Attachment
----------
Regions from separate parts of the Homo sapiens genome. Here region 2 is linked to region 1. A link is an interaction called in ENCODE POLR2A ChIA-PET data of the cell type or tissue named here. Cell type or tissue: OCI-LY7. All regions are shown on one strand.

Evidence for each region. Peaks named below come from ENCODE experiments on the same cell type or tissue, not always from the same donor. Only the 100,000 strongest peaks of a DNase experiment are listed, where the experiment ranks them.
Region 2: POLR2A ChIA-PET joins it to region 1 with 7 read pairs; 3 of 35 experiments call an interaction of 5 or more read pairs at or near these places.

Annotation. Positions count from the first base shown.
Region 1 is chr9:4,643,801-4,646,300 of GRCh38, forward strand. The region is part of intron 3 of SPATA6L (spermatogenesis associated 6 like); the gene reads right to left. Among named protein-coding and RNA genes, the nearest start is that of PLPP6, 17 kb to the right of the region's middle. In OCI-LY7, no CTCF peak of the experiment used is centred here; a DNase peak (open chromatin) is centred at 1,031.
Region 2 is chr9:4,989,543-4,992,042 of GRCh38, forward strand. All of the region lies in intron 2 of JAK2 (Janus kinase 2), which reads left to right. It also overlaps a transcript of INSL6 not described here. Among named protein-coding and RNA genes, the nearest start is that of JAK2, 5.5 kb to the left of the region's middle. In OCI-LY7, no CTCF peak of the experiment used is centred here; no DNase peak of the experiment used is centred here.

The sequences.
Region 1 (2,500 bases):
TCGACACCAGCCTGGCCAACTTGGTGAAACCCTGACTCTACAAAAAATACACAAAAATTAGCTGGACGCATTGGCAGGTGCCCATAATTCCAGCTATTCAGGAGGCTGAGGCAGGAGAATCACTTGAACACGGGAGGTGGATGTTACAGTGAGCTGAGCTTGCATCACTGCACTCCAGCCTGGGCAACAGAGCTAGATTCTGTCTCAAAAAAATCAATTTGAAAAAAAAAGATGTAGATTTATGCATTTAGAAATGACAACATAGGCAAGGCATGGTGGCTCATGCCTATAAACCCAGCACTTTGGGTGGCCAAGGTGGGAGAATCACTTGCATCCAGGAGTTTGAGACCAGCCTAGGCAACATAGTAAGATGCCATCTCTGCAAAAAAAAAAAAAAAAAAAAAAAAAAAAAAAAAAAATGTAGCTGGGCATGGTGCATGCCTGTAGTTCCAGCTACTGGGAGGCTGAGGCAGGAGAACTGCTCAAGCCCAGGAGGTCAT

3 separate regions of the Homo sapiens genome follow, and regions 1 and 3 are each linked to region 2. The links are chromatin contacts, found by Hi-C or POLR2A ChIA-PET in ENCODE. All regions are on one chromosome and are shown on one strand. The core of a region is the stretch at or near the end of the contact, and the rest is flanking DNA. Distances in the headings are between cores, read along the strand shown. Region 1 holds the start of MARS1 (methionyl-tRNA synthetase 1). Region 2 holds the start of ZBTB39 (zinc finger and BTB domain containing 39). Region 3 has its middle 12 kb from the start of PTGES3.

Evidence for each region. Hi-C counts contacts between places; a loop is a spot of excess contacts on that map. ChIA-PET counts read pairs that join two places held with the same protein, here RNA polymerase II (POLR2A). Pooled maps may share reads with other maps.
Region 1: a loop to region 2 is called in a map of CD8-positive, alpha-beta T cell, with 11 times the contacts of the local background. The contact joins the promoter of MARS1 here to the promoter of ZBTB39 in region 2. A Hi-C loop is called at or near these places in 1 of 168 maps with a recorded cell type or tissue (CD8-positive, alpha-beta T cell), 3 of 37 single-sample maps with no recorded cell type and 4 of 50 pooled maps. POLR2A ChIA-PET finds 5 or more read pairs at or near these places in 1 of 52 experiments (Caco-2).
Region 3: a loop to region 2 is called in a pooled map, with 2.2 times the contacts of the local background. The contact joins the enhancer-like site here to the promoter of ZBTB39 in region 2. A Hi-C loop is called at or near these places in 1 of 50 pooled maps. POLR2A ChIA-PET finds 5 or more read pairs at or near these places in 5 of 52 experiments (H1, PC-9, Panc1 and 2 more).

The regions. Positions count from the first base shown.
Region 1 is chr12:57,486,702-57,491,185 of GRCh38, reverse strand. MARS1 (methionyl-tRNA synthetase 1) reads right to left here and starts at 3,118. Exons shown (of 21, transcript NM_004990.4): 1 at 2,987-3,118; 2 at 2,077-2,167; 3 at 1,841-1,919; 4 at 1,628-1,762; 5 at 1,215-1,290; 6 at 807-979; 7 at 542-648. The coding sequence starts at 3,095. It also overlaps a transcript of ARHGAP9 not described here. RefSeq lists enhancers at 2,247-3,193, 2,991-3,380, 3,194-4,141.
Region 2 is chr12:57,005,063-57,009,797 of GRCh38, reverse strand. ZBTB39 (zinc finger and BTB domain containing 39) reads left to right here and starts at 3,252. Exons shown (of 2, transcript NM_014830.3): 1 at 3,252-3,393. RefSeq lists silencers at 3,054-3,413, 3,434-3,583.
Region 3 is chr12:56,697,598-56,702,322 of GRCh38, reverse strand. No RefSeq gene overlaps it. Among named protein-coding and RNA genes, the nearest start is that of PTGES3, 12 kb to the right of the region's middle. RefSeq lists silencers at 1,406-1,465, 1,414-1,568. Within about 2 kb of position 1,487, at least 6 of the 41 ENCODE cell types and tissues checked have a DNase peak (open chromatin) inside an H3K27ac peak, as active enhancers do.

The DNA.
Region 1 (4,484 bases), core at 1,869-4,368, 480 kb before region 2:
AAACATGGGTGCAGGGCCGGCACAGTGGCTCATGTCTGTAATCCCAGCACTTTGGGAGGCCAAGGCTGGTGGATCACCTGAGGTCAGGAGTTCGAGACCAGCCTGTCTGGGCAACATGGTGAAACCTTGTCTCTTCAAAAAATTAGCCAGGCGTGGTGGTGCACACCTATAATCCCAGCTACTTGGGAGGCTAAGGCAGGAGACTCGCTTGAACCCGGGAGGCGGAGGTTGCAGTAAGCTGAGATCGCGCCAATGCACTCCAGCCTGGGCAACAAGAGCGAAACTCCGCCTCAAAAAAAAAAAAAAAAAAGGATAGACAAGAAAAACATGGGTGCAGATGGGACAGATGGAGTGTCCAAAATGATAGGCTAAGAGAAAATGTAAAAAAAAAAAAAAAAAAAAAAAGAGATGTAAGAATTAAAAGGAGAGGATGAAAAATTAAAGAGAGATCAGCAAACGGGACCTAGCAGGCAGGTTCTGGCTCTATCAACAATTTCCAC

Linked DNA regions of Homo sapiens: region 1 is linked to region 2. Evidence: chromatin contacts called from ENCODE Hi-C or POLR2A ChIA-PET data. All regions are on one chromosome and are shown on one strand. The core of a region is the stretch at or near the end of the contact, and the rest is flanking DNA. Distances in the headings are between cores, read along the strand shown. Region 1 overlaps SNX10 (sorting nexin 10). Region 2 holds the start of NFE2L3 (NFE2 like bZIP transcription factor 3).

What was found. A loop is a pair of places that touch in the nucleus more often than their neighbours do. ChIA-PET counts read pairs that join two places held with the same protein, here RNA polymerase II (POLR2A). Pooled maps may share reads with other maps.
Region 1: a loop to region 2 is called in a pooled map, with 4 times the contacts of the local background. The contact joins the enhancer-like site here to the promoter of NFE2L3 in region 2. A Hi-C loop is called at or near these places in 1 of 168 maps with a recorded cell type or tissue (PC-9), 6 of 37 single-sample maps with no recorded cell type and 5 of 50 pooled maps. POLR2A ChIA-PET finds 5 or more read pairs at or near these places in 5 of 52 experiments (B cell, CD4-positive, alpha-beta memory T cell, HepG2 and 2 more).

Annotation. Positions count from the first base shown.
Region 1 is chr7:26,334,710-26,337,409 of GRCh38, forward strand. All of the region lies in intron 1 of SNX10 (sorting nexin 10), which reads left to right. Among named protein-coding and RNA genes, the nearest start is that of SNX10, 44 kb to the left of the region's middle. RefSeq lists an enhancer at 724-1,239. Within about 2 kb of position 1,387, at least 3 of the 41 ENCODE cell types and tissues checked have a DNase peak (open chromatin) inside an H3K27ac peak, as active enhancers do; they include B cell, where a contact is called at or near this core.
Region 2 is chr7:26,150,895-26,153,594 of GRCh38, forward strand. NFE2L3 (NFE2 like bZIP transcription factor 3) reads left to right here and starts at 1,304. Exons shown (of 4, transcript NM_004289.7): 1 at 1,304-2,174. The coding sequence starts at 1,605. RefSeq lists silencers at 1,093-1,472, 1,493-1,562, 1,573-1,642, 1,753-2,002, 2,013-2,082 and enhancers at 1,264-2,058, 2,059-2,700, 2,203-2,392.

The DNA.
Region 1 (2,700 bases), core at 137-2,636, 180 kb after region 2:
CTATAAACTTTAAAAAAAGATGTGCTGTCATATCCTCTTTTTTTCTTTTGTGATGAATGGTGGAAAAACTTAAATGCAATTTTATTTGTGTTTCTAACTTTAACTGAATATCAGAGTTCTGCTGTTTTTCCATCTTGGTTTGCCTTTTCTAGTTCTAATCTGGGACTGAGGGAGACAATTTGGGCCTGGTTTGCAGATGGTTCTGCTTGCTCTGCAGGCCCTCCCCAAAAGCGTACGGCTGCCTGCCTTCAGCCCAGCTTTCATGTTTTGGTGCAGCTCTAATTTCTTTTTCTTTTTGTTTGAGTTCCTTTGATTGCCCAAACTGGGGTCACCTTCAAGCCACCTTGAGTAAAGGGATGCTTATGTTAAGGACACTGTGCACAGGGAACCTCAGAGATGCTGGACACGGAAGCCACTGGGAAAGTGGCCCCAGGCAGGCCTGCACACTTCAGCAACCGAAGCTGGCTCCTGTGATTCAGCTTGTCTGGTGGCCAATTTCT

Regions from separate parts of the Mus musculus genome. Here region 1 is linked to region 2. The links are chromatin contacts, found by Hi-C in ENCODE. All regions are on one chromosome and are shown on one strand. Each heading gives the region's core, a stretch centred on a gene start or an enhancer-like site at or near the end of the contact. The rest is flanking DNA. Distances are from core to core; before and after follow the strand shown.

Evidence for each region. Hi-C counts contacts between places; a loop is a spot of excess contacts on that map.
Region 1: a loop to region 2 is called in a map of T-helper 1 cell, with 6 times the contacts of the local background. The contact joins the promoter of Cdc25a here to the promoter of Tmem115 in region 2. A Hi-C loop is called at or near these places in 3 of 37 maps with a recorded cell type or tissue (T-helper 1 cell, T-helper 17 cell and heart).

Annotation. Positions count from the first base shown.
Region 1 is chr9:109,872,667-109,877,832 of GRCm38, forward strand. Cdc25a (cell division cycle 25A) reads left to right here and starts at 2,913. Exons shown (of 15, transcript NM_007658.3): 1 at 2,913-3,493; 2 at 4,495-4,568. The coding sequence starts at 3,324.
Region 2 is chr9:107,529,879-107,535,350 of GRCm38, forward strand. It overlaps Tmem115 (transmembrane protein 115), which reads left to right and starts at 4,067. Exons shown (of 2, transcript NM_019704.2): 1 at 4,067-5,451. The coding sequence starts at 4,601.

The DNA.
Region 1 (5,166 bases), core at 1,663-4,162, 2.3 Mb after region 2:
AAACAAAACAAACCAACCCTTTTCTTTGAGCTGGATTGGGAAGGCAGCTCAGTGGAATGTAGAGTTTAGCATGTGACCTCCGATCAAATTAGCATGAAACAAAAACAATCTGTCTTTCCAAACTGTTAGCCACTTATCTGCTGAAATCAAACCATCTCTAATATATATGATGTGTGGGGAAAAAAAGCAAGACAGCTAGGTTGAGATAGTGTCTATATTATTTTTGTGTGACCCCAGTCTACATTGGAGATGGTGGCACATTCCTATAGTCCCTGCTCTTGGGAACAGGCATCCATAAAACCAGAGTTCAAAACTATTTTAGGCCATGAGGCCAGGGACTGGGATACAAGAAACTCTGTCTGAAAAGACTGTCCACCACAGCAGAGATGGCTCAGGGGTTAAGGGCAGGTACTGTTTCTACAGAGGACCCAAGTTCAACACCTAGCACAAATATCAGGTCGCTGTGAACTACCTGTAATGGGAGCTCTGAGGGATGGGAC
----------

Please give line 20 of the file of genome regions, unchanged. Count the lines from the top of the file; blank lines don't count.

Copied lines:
AAACATGGGTGCAGGGCCGGCACAGTGGCTCATGTCTGTAATCCCAGCACTTTGGGAGGCCAAGGCTGGTGGATCACCTGAGGTCAGGAGTTCGAGACCAGCCTGTCTGGGCAACATGGTGAAACCTTGTCTCTTCAAAAAATTAGCCAGGCGTGGTGGTGCACACCTATAATCCCAGCTACTTGGGAGGCTAAGGCAGGAGACTCGCTTGAACCCGGGAGGCGGAGGTTGCAGTAAGCTGAGATCGCGCCAATGCACTCCAGCCTGGGCAACAAGAGCGAAACTCCGCCTCAAAAAAAAAAAAAAAAAAGGATAGACAAGAAAAACATGGGTGCAGATGGGACAGATGGAGTGTCCAAAATGATAGGCTAAGAGAAAATGTAAAAAAAAAAAAAAAAAAAAAAAGAGATGTAAGAATTAAAAGGAGAGGATGAAAAATTAAAGAGAGATCAGCAAACGGGACCTAGCAGGCAGGTTCTGGCTCTATCAACAATTTCCAC